Sunday, February 09, 2014

The sneers of the savvy don't help


If you didn't notice, Twitter got enthusiastic about a small show of solidarity for SPC Ardmona. In spite of various contradictions, the #SPCSunday hashtag took off.

Punters posted pics - “here's what I bought” or “here's what we made”, others posted recipies.

Beneath, however, there was the sneering undercurrent from those more concerned with “savviness” than enthusiasm. They boiled down to:
  1. I don't like the product anyhow, and Italian tomatoes are better.
  1. You bought the product from Woolworths or Coles, and they're part of the problem.
  1. You do know that SPC Ardmona is part of Coca-Cola Amatil, don't you?*
To the last two, I offer no argument; to the first, I'll just remark that you might want to run “Italy tomato mafia contamination” into your search engine and get back to me later.

The objections boil down to “if you want to change the world, you're doing it wrong”.

Yes: there is a obvious contradiction involved in going to Woolworths or Coles, buying a product from a Coca-Cola subsidiary, posting the results on a US-owned social media platform – all in a gesture of solidarity for farmers and workers in the Goulburn Valley.

I'd even bet that a fair number of people who ran with the #SPCSunday hashtag are actually smart enough to perceive the irony.

But ahh, the savvy: a habit of thought that transcends notions of right-or-left, because it's about the dull, grey, humourless gaze-down-the-nose at the folly of the masses. It's how I imagine a Catalan knight may once have looked at peasants having fun.

It's just another condescension, “shut up and leave the adults to talk.”

I address myself now to the savvy of the left: just how well did your strategy work in, oh, the 2013 Federal election? “Miserable failure” is how I'd describe it.

There is a fairly general agreement that “voter disengagement” is worth worrying about.

But it's not “voter disengagement” that's the problem – not directly. It's people disengagement. Get people interested, excited, and by the way having fun, and I'd guess it's a damn sight easier to bring their votes along with them.

What happens when the savvy see people engaged, interested, excited, and having fun? They put on the po-faced frown of the expert: “you're doing it wrong.”

No, we're not. You are. The savvy is the stealer of the soul of politics, the enemy of engagement, the excluder of the outsider.

During England's catastrophic Ashes series of 2013, the incomparable Kerry O'Keeffe, a fine analyst of the game, looked at the English high-performance coaching and risible dietary requirements, and lumped it under the heading “the one-percenters”.

His argument was that the Australian coach, Darren Lehmann, took a low-performing team and focussed on bowling, batting, and fielding. Only someone at the very top of their game, he said, had the luxury of focussing on extracting an extra one-percent of performance by exotic practises. England coach Andy Flower, he believed, was working on the one-percent of performance when the team was having trouble with the basics.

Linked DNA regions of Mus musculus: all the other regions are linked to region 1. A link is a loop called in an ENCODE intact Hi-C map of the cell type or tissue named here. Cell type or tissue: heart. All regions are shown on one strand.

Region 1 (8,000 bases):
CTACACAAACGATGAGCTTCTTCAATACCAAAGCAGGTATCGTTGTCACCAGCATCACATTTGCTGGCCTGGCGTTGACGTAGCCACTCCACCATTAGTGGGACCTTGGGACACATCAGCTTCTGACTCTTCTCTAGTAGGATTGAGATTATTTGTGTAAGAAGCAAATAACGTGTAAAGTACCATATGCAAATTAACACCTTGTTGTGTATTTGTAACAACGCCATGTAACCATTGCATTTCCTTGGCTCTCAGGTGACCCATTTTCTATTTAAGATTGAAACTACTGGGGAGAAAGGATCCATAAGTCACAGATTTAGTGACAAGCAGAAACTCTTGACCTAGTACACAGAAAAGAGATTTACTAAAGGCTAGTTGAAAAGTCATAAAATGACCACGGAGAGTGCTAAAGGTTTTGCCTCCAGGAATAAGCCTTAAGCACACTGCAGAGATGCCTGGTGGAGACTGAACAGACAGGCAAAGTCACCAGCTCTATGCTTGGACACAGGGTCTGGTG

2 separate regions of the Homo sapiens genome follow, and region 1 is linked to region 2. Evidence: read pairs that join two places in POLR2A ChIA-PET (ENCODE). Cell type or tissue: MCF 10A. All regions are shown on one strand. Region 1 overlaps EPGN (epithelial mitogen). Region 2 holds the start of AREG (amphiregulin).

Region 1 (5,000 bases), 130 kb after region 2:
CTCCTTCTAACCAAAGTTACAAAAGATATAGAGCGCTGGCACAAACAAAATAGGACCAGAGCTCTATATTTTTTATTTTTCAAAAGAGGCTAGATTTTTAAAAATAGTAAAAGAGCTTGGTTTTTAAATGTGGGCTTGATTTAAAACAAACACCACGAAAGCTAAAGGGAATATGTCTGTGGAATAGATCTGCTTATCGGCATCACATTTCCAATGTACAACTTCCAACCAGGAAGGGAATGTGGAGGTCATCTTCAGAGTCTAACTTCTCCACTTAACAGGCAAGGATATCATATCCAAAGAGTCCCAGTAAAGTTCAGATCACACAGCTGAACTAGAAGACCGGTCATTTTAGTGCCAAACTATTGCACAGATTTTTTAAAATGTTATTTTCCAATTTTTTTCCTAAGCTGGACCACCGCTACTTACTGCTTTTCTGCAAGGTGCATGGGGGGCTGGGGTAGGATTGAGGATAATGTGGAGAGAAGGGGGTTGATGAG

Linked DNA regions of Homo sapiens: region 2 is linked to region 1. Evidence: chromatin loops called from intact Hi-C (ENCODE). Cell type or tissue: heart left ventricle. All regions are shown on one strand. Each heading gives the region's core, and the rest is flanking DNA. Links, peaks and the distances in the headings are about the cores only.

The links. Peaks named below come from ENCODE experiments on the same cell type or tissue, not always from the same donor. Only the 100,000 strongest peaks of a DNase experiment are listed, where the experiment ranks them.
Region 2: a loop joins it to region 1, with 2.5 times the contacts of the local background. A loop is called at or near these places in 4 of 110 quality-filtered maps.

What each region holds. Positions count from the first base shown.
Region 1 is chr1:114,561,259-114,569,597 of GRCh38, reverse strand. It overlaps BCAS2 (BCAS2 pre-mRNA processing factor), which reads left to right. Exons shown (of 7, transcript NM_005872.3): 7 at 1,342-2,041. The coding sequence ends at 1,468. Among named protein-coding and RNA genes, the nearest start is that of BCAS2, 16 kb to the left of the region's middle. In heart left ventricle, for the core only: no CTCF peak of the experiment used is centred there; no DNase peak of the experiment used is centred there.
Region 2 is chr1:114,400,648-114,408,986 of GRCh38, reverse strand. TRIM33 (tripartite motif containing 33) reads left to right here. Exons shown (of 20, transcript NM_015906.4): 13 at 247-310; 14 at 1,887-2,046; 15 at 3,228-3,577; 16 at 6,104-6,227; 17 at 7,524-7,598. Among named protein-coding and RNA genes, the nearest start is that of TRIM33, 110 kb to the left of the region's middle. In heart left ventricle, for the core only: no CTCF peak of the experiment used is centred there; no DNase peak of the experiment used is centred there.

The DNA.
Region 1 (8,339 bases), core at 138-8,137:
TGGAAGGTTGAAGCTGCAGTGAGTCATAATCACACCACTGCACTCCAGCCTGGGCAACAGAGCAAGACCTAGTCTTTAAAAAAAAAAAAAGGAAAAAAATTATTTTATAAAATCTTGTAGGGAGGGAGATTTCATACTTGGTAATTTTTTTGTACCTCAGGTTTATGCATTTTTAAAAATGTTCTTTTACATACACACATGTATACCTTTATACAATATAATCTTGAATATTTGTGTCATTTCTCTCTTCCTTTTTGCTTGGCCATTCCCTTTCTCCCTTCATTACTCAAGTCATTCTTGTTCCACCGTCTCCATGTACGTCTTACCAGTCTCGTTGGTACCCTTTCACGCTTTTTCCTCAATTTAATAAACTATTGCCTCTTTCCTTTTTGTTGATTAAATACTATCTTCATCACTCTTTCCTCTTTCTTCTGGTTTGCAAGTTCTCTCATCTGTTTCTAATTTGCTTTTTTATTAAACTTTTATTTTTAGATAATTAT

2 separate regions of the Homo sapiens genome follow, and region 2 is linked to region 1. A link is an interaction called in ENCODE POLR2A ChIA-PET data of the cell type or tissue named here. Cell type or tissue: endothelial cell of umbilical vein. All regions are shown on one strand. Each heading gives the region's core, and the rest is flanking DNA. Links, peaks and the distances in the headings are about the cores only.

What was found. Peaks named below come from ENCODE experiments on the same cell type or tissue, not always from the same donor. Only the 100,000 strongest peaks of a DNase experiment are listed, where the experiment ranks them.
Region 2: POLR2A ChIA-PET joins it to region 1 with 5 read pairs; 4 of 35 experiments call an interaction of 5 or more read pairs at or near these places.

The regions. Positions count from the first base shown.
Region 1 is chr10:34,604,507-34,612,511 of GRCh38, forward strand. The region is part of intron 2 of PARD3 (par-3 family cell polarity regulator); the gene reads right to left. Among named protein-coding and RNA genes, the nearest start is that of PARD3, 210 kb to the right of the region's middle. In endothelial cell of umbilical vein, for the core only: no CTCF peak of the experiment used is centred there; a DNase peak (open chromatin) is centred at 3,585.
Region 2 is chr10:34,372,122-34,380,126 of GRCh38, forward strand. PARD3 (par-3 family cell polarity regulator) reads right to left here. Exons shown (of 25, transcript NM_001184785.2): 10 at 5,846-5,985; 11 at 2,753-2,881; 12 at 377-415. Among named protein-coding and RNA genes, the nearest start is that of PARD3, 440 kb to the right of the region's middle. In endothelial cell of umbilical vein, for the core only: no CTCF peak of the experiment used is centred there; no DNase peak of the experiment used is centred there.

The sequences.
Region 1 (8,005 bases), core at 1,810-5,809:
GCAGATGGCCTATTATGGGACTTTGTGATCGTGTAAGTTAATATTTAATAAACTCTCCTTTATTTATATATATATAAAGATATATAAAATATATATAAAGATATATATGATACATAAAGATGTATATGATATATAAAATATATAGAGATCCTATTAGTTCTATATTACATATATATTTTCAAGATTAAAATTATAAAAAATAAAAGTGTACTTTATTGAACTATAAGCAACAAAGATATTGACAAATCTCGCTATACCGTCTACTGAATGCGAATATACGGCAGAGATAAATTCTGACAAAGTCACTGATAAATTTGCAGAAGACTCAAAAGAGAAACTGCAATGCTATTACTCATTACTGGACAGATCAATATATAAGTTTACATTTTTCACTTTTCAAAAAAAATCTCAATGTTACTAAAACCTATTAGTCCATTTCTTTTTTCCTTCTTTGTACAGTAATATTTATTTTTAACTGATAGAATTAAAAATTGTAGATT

To the savvy of the left, I say this: your research and focus groups – the one-percenters – are no use to you right now. You need the basics: getting people interested, excited, having fun.

Sneering at an obvious success doesn't mark you down as intelligent, knowledgable or knowing. 

*It's been pointed out to me that CCA is majority locally-owned: how much difference this makes, I will leave to the reader. 

6 comments:

Linda D said...

Thank you! Personally I'd prefer to act than just to sit back and shrug. Linda

Anonymous said...

Chirg's great work but shouldn't you be focussing on the Telco side of things?Rather then fiddling while NBNCo burns?

Lynne Edwards said...

Sneers and condescension certainly don't help to change much or increase understanding. The intention to impress with the superiority of one's point of view as well as cleverness leads to exclusion and limits the possibility of future constructive and respectful dialogue.
K.O'K's point about high performing sports team success and avoiding reliance on 1% 'solutions' sits well with how #SPC action caught on - it was doable, shareable and lots of people seem to have enjoyed showing off their newly rediscovered enthusiasm for peaches and beans.

mBellish Knits said...

Great read, and thanks for the Italy tomato mafia contamination tip. I couldn't believe the number of snarky tweets about this. No, it probably won't have a major impact on the end result for SPCA, but at a time when there's so much awful to be had, I can't help but feel a little buoyed by this harmless attempt at expressing solidarity.

Whit Goughlam said...

Great post Richard.
There are too many 'policy experts' on here.
If they got any more serious they'd spontaneously combust.
They spend their days poo pooing anything they consider beneath them.
They try to impress the Twitterati and don't see how truly needy and sycophantic they look.
I'm heartily sick of it.
I use Twitter to put a point of view.
I choose humour most of the time.
If I want want policy I'll go find it from experts.
The self styled/titled 'policy wonks' need to remember their one vowel change away from what they really are.
Thanks for the post.

Brad Keeling said...

I enjoyed the read.

Yesterday alone, there were over 4000 tweets from over 1500 people reaching over 1 million people on average 8 times.

I am looking at this from the perspective of a comparison between protesting with placards outside parliament and getting on the six o'clock news versus something that will send the same message with similar impact however with a longer reaching 'tail'.